New North Dakota laws, including 'stand-your-ground' rule, go into effect Aug. 1
North Dakota will join at least 25 other states in having a so-called "stand-your-ground" law.
BISMARCK — A slew of new state laws taking effect next month means North Dakota will have a lower bar for using deadly force, a ban on mask mandates ordered by the executive branch and expanded Sunday business hours for liquor stores.
The Republican-held Legislature passed more than 500 bills during its biennial session earlier this year, and many will officially go into the law books on Aug. 1.
North Dakota will join at least 25 other states in having a so-called "stand-your-ground" law, which expands the existing "castle" law that permits the use of deadly force at one's home or workplace but requires an effort to escape the attacker in public places unless one's life is in danger. The new law eliminates the "duty to retreat" and allows the use of deadly force to prevent a violent felony in public or any other place a person is legally permitted to be.
Supporters of the bill, a favorite of gun rights advocacy groups such as the National Rifle Association, said it promotes victims' rights to protect themselves from attackers and violent criminals in public. Opponents argued it opens the door to false claims of self-defense by bad actors who were never in danger of serious harm and could negatively affect people of color.
As part of a series of reactions to pandemic policies made by Gov. Doug Burgum's administration, conservative lawmakers barred the state health officer and statewide elected officials, including the governor, from issuing mask mandates . Many legislators took issue with a Burgum-backed mask requirement ordered in November during the state's peak in COVID-19 infections, the nation's most severe outbreak at the time.
Lawmakers voted to override Burgum's veto of the legislation , characterizing mask mandates as a violation of personal freedoms. The Republican governor said the bill "removes a tool from the emergency toolkit" that could be crucial in a future health crisis.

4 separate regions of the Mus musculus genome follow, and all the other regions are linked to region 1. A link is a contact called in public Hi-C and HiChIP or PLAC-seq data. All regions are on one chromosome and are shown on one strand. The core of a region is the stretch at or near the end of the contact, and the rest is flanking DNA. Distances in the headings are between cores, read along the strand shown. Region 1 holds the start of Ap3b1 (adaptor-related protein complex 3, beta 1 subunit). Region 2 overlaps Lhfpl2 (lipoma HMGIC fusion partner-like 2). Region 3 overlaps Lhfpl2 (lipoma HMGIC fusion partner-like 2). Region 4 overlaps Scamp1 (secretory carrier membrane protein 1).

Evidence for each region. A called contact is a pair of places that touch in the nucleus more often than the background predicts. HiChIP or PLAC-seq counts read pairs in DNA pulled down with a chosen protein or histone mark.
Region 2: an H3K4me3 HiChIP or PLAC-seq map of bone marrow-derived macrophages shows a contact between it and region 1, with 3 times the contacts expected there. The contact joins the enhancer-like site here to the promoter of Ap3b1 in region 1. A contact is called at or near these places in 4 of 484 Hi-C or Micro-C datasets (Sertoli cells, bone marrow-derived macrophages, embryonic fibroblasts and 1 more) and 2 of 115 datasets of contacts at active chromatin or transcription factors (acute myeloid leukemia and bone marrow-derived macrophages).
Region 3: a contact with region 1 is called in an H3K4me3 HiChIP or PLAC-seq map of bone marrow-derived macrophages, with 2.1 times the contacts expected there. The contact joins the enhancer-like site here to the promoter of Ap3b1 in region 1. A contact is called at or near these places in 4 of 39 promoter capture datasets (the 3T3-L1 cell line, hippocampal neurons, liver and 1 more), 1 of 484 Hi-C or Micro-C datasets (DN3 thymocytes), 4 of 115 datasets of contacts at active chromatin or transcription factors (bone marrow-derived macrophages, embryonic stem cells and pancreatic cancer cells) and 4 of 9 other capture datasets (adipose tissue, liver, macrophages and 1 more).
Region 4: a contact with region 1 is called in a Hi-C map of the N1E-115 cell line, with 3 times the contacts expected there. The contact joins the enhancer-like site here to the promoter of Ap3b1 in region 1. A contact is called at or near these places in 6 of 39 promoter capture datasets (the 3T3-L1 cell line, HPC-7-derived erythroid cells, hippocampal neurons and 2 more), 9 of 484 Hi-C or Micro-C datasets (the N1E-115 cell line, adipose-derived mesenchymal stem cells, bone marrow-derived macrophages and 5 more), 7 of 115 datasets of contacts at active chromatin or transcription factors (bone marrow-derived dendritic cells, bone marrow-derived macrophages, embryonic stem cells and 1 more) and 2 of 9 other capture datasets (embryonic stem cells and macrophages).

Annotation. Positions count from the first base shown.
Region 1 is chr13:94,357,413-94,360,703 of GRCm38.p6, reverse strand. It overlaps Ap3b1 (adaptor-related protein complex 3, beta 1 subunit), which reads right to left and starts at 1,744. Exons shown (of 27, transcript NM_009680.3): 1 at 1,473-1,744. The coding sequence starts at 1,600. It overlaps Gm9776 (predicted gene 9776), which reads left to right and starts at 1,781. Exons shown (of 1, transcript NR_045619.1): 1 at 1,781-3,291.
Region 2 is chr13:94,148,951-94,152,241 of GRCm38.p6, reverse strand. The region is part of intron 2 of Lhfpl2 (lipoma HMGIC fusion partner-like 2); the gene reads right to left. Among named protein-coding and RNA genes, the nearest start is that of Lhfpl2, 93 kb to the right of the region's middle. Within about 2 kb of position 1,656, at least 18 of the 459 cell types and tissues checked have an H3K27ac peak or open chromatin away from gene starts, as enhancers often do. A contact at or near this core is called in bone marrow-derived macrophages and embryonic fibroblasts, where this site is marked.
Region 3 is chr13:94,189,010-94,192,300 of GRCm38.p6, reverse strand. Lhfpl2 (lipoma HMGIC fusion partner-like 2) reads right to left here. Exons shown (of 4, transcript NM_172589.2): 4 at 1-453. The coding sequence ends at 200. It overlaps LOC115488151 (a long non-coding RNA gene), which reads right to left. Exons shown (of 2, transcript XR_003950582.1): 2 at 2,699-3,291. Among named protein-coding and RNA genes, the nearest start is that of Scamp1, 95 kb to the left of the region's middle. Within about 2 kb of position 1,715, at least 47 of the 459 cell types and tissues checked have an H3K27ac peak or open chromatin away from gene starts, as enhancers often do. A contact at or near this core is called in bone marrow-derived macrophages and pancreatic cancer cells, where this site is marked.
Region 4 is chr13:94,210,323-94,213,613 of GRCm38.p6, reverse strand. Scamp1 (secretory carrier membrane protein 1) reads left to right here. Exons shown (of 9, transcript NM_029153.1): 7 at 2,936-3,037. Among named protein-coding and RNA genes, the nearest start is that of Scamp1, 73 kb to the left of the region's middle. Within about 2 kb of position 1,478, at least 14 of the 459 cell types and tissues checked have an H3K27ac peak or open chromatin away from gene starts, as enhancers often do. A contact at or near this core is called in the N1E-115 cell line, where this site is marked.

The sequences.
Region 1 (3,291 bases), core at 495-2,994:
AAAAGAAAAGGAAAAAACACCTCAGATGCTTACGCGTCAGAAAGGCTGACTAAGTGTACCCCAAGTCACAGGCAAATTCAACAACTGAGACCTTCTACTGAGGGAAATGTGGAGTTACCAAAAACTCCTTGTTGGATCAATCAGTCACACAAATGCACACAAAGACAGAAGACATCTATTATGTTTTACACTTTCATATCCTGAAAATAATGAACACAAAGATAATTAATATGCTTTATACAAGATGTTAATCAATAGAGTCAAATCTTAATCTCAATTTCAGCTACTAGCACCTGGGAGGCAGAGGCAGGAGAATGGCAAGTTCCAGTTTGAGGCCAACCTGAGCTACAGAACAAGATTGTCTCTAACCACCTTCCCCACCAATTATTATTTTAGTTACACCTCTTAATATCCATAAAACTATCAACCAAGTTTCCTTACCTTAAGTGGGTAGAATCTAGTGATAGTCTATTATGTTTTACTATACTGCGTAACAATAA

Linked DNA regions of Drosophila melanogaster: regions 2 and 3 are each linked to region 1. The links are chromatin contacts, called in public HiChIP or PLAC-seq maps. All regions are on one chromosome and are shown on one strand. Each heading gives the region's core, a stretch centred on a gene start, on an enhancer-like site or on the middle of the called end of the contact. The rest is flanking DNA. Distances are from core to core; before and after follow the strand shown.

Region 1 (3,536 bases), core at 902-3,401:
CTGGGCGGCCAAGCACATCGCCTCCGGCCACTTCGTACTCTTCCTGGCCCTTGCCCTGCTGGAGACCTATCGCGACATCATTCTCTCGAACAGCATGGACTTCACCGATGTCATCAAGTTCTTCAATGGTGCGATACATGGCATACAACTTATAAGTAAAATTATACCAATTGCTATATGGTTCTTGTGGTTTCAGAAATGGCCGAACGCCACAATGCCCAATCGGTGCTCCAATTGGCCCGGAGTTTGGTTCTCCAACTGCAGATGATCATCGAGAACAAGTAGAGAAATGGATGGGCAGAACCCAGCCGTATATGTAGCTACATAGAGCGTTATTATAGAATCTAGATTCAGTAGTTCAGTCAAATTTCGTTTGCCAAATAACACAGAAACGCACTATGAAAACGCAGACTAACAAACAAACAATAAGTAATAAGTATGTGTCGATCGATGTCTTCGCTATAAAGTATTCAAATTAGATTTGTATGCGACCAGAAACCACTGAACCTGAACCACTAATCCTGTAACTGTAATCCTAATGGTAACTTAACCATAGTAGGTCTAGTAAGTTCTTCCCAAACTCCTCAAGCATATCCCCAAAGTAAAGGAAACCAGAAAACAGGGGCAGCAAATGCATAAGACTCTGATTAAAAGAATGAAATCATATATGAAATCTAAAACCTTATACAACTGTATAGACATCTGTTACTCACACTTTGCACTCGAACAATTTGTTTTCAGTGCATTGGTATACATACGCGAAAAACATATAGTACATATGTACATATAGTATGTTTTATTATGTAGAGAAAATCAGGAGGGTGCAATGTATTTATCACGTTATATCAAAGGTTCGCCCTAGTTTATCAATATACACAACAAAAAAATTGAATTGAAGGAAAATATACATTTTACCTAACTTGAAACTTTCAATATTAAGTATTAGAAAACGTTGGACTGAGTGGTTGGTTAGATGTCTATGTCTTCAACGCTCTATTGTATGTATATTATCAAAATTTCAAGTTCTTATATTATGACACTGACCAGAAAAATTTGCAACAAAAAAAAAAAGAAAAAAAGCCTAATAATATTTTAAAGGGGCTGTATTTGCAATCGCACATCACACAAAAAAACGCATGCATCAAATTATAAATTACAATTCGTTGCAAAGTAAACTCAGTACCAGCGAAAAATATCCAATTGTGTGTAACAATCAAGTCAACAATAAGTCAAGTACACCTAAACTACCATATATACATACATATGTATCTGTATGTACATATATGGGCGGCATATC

Another controversial law going into effect will allow schools to display the Ten Commandments in classrooms at public schools provided that the religious text appears alongside other historical documents. Supporters of the bill said posting the text could remedy social ills, but opponents argued it was likely unconstitutional and would draw legal challenges.
One soon-to-be law in North Dakota has already drawn disapproval from a state on the opposite end of the political spectrum. California announced last month it would ban state employees from making publicly funded trips to North Dakota over legislation that allows student organizations at public colleges and universities to deny membership to those who don't align with their beliefs. California Attorney General Rob Bonta classified the bill as anti-LGBT, but proponents say that's a major stretch and the legislation is only meant to ensure free speech on campus.
North Dakota liquor stores will soon be able to open up as early as 8 a.m. on Sundays , so residents will likely find easier access to a case of cold ones before a fishing trip or football kickoff. The remnants of the state's once-strict blue laws currently prohibit the sale of alcohol before 11 a.m. on Sundays.
Residents ages 18 to 20 will soon face diminished penalties if caught consuming, possessing or buying booze. A new law will take the maximum punishment down from a Class B misdemeanor to an infraction, which means no possibility of jail time for the first two offenses.
However, drug dealers whose illicit products cause a fatal overdose will be hit with harsher penalties . The legal change on Aug. 1 will take a felony drug distribution charge up one level of severity for a drug dealer or trafficker found to have sold illegal substances that led to a death.
Oil and gas companies in North Dakota will get a break on their royalty bills to the state if they pay late. The industry-supported legislation takes the maximum penalties for overdue payments down from 30% to 15% and enacts a seven-year statute of limitations on royalty collections by the state.
A small change in the letter of the law means women breastfeeding in public will no longer have to act in "a discreet and modest manner." The legislation passed earlier this year likely ends a long fight over the legal restrictions on public breastfeeding, which was once classified as indecent exposure.